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      Mapping pharmacy deserts and determining accessibility to community pharmacy services for elderly enrolled in a State Pharmaceutical Assistance Program

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          Abstract

          Objectives

          Limited studies have investigated geographic accessibility to a nearby community pharmacy for elderly which is an essential determinant of the access to medications and pharmacy services. This research identified pharmacy deserts and investigated availability of different types of community pharmacies and their services for elderly enrolled in a State Pharmaceutical Assistance Program (SPAP).

          Methods

          The state of Pennsylvania in the US was used as a case to demonstrate the geographic accessibility to community pharmacy and services for elderly enrolled in SPAP. The locations of community pharmacies and households of elderly enrolled in SPAP were derived from Pharmaceutical Assistance Contract for the Elderly programs’ database. The street addresses were geocoded and the distance to a nearby community pharmacy was calculated for study sample using the haversine formula. The demographic and geographic data were aggregated to Census Tracts and pharmacy deserts were identified using the predefined criteria. Descriptive statistical analysis was used to determine whether there are statistical differences in the socio-demographic profiles and distribution of different types of community pharmacies and their services in pharmacy deserts and non-deserts. This research used hot spot analyses at county level to identify clusters of pharmacy deserts, areas with high concentration of different racial/ethnic groups and clusters of high densities of chain and independent pharmacies.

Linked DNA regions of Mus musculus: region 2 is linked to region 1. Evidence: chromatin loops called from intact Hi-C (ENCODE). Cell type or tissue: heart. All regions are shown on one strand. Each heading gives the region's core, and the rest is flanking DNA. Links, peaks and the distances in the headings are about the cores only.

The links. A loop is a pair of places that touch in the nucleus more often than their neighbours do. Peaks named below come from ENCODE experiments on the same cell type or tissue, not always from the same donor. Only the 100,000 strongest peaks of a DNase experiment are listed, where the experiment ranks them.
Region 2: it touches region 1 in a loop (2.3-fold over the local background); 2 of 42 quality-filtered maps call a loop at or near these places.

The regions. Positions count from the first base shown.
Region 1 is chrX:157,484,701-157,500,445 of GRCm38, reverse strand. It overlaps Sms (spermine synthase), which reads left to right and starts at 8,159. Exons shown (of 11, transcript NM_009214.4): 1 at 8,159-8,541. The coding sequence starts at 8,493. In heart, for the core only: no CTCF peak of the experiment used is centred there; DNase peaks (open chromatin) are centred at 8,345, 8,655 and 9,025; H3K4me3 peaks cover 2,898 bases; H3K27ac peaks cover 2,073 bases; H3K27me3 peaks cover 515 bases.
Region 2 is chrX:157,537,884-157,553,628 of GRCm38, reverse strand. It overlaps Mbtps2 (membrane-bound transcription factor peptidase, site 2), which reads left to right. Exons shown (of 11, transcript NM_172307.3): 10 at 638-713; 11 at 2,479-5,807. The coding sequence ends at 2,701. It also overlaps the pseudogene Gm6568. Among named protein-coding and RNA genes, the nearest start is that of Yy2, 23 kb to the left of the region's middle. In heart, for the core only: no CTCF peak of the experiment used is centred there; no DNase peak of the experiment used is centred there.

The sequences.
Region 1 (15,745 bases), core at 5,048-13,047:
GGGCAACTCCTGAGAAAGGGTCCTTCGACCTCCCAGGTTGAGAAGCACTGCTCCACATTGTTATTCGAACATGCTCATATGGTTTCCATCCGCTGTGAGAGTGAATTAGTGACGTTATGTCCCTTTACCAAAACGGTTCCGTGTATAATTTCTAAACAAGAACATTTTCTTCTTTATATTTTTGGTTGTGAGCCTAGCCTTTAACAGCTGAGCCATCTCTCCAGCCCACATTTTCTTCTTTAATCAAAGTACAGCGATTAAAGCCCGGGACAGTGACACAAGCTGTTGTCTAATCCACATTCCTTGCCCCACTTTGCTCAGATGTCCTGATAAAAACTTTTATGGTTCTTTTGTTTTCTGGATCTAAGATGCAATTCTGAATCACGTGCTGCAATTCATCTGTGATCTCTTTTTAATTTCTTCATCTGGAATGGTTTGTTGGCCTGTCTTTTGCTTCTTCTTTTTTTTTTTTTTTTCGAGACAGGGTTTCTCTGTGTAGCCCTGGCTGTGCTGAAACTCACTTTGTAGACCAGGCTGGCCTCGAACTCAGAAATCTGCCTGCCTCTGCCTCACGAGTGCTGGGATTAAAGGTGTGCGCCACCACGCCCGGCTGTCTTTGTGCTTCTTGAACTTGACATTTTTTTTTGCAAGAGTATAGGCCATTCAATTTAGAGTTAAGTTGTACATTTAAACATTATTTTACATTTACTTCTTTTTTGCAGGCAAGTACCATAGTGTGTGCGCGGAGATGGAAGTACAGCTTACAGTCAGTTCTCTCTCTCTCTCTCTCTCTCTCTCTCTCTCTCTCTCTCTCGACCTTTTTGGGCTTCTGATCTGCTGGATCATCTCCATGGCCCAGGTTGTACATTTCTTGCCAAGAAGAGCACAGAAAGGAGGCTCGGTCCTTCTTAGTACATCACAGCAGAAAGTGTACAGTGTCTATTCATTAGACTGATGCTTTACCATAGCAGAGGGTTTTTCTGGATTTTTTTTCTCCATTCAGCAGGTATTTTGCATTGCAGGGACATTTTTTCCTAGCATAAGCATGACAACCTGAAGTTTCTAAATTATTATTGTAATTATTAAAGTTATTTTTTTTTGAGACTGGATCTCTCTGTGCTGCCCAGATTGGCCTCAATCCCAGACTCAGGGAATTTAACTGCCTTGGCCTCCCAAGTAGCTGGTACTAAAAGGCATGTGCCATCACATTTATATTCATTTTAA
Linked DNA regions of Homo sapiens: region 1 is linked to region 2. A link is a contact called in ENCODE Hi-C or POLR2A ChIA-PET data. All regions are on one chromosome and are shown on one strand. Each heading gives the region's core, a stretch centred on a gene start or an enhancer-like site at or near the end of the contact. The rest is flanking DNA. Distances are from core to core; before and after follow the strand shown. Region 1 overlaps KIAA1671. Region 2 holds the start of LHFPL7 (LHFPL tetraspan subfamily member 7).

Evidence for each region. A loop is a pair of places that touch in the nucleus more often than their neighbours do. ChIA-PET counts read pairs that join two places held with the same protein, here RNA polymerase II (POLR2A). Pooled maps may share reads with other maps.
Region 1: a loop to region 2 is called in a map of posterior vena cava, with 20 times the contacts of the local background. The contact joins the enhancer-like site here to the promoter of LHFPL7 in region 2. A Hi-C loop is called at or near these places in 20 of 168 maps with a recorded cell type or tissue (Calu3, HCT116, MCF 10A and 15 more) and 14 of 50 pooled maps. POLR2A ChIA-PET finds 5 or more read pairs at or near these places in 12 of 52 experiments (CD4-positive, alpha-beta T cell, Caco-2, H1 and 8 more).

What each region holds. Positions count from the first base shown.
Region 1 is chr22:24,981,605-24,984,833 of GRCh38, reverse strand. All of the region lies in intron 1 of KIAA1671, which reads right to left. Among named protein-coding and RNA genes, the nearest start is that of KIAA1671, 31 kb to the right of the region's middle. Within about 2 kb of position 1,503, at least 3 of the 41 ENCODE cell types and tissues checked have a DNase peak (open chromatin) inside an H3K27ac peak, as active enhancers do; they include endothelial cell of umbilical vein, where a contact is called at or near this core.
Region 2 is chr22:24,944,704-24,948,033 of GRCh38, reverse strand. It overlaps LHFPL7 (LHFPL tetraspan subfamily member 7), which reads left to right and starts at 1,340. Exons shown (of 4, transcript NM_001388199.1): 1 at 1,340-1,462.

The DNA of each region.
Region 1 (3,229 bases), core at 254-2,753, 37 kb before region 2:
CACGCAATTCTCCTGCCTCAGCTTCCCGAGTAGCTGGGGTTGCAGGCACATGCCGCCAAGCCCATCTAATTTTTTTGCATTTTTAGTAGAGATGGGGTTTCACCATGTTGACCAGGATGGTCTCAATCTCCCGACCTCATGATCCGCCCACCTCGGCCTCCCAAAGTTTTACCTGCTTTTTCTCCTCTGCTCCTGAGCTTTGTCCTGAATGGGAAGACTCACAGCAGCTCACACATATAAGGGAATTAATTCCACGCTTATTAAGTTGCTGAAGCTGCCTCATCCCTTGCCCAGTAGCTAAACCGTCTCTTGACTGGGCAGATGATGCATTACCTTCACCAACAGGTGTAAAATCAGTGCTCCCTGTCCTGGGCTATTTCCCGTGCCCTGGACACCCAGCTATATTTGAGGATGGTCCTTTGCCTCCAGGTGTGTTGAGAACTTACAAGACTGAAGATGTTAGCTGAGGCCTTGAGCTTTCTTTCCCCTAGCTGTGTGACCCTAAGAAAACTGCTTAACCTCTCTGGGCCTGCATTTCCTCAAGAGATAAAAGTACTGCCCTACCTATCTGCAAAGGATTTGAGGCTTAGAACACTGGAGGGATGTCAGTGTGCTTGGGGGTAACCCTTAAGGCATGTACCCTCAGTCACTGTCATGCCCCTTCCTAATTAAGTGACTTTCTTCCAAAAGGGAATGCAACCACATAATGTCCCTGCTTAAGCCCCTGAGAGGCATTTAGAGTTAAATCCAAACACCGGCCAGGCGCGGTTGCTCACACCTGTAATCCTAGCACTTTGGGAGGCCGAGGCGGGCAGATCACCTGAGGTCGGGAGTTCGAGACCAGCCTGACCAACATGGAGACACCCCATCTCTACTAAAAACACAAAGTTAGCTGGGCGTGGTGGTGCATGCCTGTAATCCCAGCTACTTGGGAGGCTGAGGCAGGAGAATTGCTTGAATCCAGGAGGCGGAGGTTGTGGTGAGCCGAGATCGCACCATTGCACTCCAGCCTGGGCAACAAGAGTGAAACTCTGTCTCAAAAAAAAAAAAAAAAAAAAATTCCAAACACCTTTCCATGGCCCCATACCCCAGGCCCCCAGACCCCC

Results